axeman1994
Registered User
Join date: Nov 2007
87 IQ
#1
So last March I auditioned for Berklee College of Music. For those of you unfamiliar with their audition process, it consists of a prepared piece, a few sighting reading exercises, call-and-response exercises, and a bit of improvisation.

For the improvisation portion, one of the judges sat at the piano, and asked me to choose a key. For simplicity's sake, I chose the key of C. He then said that he would play I (1) minor and IV (4) minor. That threw me off, and I didn't do so well on that, and ended up not getting in.

I'm re-auditioning this year, and I'd like to be better prepared for the improvisation section this time. So my question is, how exactly would I solo over that? In the key of C, I is C (obviously) and IV is F. Being that both of them were minor, would I just use the corresponding minor arpeggios? Or the natural minor scale? Someone please clarify.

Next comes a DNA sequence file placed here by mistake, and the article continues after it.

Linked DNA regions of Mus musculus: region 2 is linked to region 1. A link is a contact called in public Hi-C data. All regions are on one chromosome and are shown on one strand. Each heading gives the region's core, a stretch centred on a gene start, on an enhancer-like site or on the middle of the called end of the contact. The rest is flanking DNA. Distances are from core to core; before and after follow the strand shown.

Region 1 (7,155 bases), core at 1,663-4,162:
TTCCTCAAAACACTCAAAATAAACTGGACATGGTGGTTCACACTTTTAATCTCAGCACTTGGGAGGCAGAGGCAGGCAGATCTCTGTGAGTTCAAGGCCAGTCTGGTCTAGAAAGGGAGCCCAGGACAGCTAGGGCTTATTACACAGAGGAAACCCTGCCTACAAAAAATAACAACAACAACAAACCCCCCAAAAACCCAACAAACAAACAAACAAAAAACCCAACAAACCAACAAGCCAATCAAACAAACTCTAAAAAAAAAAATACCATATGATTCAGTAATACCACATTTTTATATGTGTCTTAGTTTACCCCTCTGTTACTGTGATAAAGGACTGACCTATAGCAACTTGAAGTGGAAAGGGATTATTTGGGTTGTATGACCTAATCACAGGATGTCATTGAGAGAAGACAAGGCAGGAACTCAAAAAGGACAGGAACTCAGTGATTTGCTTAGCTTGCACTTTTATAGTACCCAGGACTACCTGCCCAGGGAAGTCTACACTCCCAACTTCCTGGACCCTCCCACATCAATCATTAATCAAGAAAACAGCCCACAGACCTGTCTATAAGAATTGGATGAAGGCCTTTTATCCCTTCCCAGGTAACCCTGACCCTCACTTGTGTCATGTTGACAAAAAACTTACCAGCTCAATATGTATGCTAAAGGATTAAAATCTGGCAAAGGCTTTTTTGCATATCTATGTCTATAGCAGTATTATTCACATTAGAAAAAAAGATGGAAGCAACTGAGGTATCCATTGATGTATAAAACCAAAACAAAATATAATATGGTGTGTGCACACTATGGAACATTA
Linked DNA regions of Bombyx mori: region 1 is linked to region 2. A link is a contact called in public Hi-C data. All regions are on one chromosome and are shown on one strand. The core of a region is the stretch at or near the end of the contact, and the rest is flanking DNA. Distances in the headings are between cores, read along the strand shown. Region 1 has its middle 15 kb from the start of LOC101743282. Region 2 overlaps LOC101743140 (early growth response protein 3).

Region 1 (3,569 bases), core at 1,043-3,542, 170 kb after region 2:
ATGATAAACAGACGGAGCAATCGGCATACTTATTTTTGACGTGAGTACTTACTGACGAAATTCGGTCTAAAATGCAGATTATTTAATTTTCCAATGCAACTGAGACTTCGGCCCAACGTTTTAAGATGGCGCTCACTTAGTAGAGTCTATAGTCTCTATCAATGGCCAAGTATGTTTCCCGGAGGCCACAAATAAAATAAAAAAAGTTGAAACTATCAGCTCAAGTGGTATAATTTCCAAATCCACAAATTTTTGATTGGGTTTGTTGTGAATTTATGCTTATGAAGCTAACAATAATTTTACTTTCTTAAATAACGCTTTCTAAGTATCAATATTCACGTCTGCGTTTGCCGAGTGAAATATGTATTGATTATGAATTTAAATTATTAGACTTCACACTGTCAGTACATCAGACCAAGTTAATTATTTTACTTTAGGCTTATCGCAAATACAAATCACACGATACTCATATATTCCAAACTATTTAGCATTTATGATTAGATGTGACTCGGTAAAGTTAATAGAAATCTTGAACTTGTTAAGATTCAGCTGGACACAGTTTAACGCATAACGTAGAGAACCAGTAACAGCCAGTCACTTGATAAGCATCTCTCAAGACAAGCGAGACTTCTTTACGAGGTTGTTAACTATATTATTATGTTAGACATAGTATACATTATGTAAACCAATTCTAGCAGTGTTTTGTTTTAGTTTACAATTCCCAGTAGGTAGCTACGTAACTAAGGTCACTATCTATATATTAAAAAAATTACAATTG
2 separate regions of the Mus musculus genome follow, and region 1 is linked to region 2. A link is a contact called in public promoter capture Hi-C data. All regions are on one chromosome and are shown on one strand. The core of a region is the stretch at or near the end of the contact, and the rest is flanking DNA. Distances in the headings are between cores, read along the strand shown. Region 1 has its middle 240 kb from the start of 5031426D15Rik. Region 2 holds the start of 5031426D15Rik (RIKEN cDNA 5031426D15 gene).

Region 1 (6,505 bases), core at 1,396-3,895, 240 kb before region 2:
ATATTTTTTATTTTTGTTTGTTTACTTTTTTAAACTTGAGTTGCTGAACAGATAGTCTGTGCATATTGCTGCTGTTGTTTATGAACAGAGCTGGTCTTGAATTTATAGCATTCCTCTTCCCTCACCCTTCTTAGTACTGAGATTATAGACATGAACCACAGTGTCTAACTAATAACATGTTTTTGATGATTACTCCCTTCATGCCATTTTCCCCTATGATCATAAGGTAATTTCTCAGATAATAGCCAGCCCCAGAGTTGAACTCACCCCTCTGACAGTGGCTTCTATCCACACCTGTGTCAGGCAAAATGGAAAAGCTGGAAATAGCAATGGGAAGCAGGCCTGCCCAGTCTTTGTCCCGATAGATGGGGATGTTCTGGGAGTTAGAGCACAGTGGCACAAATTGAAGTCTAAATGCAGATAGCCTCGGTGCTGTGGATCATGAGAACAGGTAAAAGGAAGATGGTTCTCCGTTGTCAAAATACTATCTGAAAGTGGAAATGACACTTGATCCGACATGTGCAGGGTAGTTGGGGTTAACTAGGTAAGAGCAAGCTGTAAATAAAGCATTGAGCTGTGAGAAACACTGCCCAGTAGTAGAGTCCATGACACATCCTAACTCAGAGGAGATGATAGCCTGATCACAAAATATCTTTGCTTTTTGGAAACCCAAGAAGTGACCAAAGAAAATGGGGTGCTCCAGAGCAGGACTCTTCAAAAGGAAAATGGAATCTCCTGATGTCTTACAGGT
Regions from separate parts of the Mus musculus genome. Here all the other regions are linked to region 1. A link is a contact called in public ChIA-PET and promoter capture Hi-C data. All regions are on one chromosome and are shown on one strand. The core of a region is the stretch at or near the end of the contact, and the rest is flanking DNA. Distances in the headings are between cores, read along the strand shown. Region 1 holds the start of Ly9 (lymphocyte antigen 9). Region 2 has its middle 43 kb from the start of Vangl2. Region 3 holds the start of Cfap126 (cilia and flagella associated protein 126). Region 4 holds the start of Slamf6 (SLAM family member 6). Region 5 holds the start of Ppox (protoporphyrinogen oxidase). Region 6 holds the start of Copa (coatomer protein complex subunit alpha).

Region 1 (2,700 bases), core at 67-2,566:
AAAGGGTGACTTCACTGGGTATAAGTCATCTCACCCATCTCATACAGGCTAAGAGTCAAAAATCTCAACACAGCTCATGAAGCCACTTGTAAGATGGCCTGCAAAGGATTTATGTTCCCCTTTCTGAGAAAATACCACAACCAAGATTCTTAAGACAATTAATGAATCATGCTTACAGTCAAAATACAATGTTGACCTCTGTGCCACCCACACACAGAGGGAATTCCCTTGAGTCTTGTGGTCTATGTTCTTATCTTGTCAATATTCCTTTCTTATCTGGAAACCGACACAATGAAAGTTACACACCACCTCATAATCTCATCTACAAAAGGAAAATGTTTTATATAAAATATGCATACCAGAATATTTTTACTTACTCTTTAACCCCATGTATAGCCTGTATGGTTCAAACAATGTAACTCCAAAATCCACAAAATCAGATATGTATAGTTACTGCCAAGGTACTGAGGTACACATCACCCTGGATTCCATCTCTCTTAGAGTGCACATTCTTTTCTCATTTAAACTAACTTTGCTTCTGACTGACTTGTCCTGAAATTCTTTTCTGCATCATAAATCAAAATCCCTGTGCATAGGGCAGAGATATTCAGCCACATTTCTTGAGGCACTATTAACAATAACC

Thanks in advance!
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Sean0913
Music Theory Life-Hacker
Join date: Dec 2009
813 IQ
#2
Wow you missed that? That was a slow pitch question, in my opinion.

Yeah it was Cm and Fm. You didn't have to do anything more than improvise in C minor, and maybe accent the chord tones on the change.

C D Eb F G Ab Bb

If you look at the F triad, the Ab is the b3 of F F Ab C - F minor - It falls naturally within the C minor scale.

Start writing and practicing harmonized minor scales to the 7ths. And, for good measure Harmonic minor where the V is a Dominant 7.

Best,

Sean